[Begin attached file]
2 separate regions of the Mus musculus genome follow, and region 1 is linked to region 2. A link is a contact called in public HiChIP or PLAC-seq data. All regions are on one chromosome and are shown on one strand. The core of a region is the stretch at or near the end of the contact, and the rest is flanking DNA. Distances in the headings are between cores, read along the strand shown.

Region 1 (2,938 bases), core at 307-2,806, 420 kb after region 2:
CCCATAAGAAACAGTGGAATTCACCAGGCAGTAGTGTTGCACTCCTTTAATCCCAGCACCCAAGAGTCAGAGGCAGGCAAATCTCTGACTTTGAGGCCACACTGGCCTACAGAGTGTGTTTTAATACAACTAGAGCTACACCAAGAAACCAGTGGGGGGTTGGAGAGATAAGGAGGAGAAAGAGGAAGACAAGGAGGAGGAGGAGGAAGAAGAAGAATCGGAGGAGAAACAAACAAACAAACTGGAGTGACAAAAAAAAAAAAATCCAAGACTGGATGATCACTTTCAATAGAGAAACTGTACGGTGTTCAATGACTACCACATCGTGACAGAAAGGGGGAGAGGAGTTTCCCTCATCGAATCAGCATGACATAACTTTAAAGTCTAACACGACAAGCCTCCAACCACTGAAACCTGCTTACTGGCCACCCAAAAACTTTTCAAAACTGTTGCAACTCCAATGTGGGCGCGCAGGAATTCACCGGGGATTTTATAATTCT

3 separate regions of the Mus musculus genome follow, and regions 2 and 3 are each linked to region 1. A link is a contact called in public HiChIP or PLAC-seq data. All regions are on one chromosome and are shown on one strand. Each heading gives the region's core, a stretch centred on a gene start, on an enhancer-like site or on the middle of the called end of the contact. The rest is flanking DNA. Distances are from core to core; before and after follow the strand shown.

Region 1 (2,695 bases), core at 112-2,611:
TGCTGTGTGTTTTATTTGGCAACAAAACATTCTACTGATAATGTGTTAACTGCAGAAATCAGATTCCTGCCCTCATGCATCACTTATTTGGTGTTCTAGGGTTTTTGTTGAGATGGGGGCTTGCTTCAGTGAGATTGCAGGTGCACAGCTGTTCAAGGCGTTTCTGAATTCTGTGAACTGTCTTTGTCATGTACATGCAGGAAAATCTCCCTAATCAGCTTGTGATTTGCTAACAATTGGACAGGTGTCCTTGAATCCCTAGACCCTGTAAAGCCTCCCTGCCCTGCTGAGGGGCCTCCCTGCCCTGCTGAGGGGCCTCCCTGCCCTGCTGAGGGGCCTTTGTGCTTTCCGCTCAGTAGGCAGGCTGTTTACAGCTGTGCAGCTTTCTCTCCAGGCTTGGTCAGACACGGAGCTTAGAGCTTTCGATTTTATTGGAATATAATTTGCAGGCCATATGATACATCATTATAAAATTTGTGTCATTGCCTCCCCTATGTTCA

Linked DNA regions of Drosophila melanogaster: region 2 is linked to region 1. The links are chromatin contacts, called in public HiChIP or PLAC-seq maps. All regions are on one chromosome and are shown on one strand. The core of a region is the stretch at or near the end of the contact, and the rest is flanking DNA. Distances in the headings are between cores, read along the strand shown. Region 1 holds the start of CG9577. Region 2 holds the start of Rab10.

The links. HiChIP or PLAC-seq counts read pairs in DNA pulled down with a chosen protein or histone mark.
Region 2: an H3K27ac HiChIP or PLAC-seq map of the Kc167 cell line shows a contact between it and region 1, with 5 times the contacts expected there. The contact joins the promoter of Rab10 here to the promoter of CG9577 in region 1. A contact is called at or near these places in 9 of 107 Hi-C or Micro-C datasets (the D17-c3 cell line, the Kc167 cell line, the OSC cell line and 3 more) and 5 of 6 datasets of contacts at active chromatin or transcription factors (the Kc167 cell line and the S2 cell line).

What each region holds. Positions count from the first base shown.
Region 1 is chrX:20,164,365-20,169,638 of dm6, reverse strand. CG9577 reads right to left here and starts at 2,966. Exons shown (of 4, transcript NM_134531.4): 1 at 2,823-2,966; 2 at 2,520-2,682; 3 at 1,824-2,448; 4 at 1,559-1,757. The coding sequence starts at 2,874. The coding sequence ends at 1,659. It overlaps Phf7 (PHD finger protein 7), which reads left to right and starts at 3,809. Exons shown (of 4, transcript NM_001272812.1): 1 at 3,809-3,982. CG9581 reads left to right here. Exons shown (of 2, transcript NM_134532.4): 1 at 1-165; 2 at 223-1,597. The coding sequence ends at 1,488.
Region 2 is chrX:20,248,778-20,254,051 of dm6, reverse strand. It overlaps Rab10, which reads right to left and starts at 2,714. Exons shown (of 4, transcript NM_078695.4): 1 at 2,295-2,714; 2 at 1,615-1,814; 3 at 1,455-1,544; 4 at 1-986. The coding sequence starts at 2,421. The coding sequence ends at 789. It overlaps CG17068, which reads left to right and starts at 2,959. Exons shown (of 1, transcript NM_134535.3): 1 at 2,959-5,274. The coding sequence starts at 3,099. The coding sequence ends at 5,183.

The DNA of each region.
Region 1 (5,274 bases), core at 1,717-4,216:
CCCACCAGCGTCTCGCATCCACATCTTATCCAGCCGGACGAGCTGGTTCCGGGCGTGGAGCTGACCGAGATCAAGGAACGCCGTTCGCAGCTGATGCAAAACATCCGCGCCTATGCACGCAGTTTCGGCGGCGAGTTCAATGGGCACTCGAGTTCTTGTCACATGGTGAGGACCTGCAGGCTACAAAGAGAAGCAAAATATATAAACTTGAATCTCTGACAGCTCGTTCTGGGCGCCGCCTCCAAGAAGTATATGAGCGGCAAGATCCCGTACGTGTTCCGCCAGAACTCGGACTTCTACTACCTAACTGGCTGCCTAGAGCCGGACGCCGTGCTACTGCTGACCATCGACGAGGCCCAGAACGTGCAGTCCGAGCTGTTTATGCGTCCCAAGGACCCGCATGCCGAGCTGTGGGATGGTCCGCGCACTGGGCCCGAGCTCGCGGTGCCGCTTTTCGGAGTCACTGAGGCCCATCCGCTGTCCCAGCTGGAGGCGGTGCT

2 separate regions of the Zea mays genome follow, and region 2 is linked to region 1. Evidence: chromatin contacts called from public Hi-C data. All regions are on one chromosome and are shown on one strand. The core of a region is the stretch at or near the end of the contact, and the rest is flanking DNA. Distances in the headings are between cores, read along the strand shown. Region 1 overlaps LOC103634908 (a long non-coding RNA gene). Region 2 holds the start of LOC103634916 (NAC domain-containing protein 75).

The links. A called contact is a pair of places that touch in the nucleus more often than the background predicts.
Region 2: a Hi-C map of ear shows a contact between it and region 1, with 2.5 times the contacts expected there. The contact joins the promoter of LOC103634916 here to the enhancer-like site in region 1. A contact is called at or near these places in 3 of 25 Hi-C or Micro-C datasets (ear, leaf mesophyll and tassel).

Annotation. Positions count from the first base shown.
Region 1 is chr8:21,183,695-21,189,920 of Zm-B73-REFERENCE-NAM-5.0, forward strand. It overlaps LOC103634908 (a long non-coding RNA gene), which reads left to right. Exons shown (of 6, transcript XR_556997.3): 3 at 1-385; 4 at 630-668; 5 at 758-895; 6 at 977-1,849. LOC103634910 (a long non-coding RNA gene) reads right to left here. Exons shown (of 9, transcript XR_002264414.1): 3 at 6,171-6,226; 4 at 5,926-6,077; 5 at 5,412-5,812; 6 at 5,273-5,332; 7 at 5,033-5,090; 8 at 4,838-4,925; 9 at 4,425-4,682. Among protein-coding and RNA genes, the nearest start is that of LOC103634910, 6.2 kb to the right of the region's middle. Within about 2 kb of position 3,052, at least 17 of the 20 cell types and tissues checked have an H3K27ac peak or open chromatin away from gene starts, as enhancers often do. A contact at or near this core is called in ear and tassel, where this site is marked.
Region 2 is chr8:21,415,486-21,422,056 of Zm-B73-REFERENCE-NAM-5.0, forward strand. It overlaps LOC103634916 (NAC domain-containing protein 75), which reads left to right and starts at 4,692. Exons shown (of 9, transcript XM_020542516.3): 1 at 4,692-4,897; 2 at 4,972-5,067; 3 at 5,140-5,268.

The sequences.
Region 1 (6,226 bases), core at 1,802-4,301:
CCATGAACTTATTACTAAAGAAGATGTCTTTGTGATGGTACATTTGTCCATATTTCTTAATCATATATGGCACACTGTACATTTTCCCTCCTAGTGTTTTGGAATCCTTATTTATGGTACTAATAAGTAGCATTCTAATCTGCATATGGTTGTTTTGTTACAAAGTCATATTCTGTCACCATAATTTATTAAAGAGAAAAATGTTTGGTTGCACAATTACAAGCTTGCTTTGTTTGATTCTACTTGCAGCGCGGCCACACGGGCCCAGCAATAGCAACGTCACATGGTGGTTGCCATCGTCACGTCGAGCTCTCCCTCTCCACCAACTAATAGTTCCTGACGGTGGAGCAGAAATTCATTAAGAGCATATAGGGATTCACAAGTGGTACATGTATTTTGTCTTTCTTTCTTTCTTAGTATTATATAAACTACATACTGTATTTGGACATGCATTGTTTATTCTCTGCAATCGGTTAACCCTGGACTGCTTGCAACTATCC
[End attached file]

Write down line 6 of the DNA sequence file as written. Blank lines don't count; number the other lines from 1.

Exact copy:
TGCTGTGTGTTTTATTTGGCAACAAAACATTCTACTGATAATGTGTTAACTGCAGAAATCAGATTCCTGCCCTCATGCATCACTTATTTGGTGTTCTAGGGTTTTTGTTGAGATGGGGGCTTGCTTCAGTGAGATTGCAGGTGCACAGCTGTTCAAGGCGTTTCTGAATTCTGTGAACTGTCTTTGTCATGTACATGCAGGAAAATCTCCCTAATCAGCTTGTGATTTGCTAACAATTGGACAGGTGTCCTTGAATCCCTAGACCCTGTAAAGCCTCCCTGCCCTGCTGAGGGGCCTCCCTGCCCTGCTGAGGGGCCTCCCTGCCCTGCTGAGGGGCCTTTGTGCTTTCCGCTCAGTAGGCAGGCTGTTTACAGCTGTGCAGCTTTCTCTCCAGGCTTGGTCAGACACGGAGCTTAGAGCTTTCGATTTTATTGGAATATAATTTGCAGGCCATATGATACATCATTATAAAATTTGTGTCATTGCCTCCCCTATGTTCA